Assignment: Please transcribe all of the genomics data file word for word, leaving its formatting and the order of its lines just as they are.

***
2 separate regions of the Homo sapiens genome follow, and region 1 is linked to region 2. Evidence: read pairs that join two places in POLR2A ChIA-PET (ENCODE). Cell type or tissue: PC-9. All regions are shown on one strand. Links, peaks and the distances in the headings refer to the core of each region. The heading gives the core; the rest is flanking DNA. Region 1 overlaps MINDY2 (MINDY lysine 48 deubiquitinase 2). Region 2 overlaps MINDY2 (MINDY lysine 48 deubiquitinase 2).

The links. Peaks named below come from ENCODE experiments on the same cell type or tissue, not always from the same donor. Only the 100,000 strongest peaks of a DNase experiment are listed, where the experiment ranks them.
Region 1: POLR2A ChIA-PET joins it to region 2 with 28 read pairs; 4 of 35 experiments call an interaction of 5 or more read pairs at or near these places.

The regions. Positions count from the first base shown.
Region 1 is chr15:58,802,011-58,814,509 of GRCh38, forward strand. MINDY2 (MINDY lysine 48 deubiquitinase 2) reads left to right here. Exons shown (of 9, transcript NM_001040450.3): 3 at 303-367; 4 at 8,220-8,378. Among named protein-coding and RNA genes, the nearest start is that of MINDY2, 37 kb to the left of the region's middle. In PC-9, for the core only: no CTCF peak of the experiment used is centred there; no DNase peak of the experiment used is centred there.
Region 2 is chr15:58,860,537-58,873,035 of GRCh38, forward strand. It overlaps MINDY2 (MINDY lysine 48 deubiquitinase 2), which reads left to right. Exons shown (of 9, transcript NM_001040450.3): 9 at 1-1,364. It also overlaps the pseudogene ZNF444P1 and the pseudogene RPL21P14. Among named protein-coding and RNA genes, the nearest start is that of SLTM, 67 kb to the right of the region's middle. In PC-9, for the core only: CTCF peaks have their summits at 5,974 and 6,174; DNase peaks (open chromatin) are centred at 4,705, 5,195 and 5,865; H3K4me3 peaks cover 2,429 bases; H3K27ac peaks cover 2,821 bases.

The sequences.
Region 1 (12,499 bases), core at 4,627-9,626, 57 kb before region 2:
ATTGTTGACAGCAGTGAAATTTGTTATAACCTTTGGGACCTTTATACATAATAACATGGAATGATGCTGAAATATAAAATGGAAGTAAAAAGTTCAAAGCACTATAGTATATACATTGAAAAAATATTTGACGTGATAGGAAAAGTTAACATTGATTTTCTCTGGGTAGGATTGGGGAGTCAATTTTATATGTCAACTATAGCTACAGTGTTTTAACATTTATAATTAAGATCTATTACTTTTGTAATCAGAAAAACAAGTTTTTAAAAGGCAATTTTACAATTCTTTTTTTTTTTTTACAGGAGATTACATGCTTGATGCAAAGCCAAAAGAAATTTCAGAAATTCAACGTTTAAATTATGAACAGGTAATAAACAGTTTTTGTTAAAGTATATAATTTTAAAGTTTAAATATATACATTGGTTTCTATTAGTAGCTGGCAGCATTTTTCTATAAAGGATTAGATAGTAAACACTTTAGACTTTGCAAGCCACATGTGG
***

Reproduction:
2 separate regions of the Homo sapiens genome follow, and region 1 is linked to region 2. Evidence: read pairs that join two places in POLR2A ChIA-PET (ENCODE). Cell type or tissue: PC-9. All regions are shown on one strand. Links, peaks and the distances in the headings refer to the core of each region. The heading gives the core; the rest is flanking DNA. Region 1 overlaps MINDY2 (MINDY lysine 48 deubiquitinase 2). Region 2 overlaps MINDY2 (MINDY lysine 48 deubiquitinase 2).

The links. Peaks named below come from ENCODE experiments on the same cell type or tissue, not always from the same donor. Only the 100,000 strongest peaks of a DNase experiment are listed, where the experiment ranks them.
Region 1: POLR2A ChIA-PET joins it to region 2 with 28 read pairs; 4 of 35 experiments call an interaction of 5 or more read pairs at or near these places.

The regions. Positions count from the first base shown.
Region 1 is chr15:58,802,011-58,814,509 of GRCh38, forward strand. MINDY2 (MINDY lysine 48 deubiquitinase 2) reads left to right here. Exons shown (of 9, transcript NM_001040450.3): 3 at 303-367; 4 at 8,220-8,378. Among named protein-coding and RNA genes, the nearest start is that of MINDY2, 37 kb to the left of the region's middle. In PC-9, for the core only: no CTCF peak of the experiment used is centred there; no DNase peak of the experiment used is centred there.
Region 2 is chr15:58,860,537-58,873,035 of GRCh38, forward strand. It overlaps MINDY2 (MINDY lysine 48 deubiquitinase 2), which reads left to right. Exons shown (of 9, transcript NM_001040450.3): 9 at 1-1,364. It also overlaps the pseudogene ZNF444P1 and the pseudogene RPL21P14. Among named protein-coding and RNA genes, the nearest start is that of SLTM, 67 kb to the right of the region's middle. In PC-9, for the core only: CTCF peaks have their summits at 5,974 and 6,174; DNase peaks (open chromatin) are centred at 4,705, 5,195 and 5,865; H3K4me3 peaks cover 2,429 bases; H3K27ac peaks cover 2,821 bases.

The sequences.
Region 1 (12,499 bases), core at 4,627-9,626, 57 kb before region 2:
ATTGTTGACAGCAGTGAAATTTGTTATAACCTTTGGGACCTTTATACATAATAACATGGAATGATGCTGAAATATAAAATGGAAGTAAAAAGTTCAAAGCACTATAGTATATACATTGAAAAAATATTTGACGTGATAGGAAAAGTTAACATTGATTTTCTCTGGGTAGGATTGGGGAGTCAATTTTATATGTCAACTATAGCTACAGTGTTTTAACATTTATAATTAAGATCTATTACTTTTGTAATCAGAAAAACAAGTTTTTAAAAGGCAATTTTACAATTCTTTTTTTTTTTTTACAGGAGATTACATGCTTGATGCAAAGCCAAAAGAAATTTCAGAAATTCAACGTTTAAATTATGAACAGGTAATAAACAGTTTTTGTTAAAGTATATAATTTTAAAGTTTAAATATATACATTGGTTTCTATTAGTAGCTGGCAGCATTTTTCTATAAAGGATTAGATAGTAAACACTTTAGACTTTGCAAGCCACATGTGG